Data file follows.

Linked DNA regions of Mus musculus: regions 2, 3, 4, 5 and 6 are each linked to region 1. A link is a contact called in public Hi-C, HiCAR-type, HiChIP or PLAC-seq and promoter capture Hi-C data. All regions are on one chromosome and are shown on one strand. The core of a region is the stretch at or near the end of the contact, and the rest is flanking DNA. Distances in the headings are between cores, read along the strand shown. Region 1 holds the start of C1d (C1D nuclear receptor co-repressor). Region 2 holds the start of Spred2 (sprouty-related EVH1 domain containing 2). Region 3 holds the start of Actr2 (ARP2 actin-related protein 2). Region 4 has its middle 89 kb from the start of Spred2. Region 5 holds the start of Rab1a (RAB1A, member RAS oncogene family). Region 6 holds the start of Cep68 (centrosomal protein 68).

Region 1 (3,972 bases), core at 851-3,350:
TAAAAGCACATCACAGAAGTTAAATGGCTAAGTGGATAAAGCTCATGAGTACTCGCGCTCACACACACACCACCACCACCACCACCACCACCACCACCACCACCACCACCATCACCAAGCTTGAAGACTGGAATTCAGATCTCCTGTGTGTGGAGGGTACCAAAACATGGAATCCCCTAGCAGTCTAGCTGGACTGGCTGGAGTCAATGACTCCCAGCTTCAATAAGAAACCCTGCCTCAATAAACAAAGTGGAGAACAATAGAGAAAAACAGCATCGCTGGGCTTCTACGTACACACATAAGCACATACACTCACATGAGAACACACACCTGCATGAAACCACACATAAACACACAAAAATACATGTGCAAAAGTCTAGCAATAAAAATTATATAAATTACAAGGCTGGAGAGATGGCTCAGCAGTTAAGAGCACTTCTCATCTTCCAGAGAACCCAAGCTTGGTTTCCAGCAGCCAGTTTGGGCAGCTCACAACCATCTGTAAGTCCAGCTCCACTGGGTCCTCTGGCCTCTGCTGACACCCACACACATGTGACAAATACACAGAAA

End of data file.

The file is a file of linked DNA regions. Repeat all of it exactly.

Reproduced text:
Linked DNA regions of Mus musculus: regions 2, 3, 4, 5 and 6 are each linked to region 1. A link is a contact called in public Hi-C, HiCAR-type, HiChIP or PLAC-seq and promoter capture Hi-C data. All regions are on one chromosome and are shown on one strand. The core of a region is the stretch at or near the end of the contact, and the rest is flanking DNA. Distances in the headings are between cores, read along the strand shown. Region 1 holds the start of C1d (C1D nuclear receptor co-repressor). Region 2 holds the start of Spred2 (sprouty-related EVH1 domain containing 2). Region 3 holds the start of Actr2 (ARP2 actin-related protein 2). Region 4 has its middle 89 kb from the start of Spred2. Region 5 holds the start of Rab1a (RAB1A, member RAS oncogene family). Region 6 holds the start of Cep68 (centrosomal protein 68).

Region 1 (3,972 bases), core at 851-3,350:
TAAAAGCACATCACAGAAGTTAAATGGCTAAGTGGATAAAGCTCATGAGTACTCGCGCTCACACACACACCACCACCACCACCACCACCACCACCACCACCACCACCACCATCACCAAGCTTGAAGACTGGAATTCAGATCTCCTGTGTGTGGAGGGTACCAAAACATGGAATCCCCTAGCAGTCTAGCTGGACTGGCTGGAGTCAATGACTCCCAGCTTCAATAAGAAACCCTGCCTCAATAAACAAAGTGGAGAACAATAGAGAAAAACAGCATCGCTGGGCTTCTACGTACACACATAAGCACATACACTCACATGAGAACACACACCTGCATGAAACCACACATAAACACACAAAAATACATGTGCAAAAGTCTAGCAATAAAAATTATATAAATTACAAGGCTGGAGAGATGGCTCAGCAGTTAAGAGCACTTCTCATCTTCCAGAGAACCCAAGCTTGGTTTCCAGCAGCCAGTTTGGGCAGCTCACAACCATCTGTAAGTCCAGCTCCACTGGGTCCTCTGGCCTCTGCTGACACCCACACACATGTGACAAATACACAGAAA